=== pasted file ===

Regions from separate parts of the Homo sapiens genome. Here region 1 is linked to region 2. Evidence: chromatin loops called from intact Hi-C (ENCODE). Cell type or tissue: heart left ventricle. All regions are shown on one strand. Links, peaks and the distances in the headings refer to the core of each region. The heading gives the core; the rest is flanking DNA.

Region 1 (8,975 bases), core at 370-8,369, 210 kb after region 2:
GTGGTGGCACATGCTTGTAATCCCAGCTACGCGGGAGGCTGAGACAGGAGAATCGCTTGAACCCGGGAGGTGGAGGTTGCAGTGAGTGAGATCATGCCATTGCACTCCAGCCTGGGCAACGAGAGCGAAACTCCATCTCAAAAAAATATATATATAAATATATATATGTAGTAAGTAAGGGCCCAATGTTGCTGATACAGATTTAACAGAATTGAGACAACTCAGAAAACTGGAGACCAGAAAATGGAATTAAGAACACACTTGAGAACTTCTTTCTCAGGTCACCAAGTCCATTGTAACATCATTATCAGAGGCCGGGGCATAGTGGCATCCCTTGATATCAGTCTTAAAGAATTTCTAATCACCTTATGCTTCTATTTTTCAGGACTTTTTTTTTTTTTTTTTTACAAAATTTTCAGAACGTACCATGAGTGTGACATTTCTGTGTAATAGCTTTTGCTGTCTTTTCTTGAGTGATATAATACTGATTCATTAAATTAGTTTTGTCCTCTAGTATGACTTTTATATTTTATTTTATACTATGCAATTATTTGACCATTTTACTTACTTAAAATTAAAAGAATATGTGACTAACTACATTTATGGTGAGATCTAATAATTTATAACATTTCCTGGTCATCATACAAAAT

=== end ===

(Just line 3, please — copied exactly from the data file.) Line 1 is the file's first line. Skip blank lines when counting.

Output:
GTGGTGGCACATGCTTGTAATCCCAGCTACGCGGGAGGCTGAGACAGGAGAATCGCTTGAACCCGGGAGGTGGAGGTTGCAGTGAGTGAGATCATGCCATTGCACTCCAGCCTGGGCAACGAGAGCGAAACTCCATCTCAAAAAAATATATATATAAATATATATATGTAGTAAGTAAGGGCCCAATGTTGCTGATACAGATTTAACAGAATTGAGACAACTCAGAAAACTGGAGACCAGAAAATGGAATTAAGAACACACTTGAGAACTTCTTTCTCAGGTCACCAAGTCCATTGTAACATCATTATCAGAGGCCGGGGCATAGTGGCATCCCTTGATATCAGTCTTAAAGAATTTCTAATCACCTTATGCTTCTATTTTTCAGGACTTTTTTTTTTTTTTTTTTACAAAATTTTCAGAACGTACCATGAGTGTGACATTTCTGTGTAATAGCTTTTGCTGTCTTTTCTTGAGTGATATAATACTGATTCATTAAATTAGTTTTGTCCTCTAGTATGACTTTTATATTTTATTTTATACTATGCAATTATTTGACCATTTTACTTACTTAAAATTAAAAGAATATGTGACTAACTACATTTATGGTGAGATCTAATAATTTATAACATTTCCTGGTCATCATACAAAAT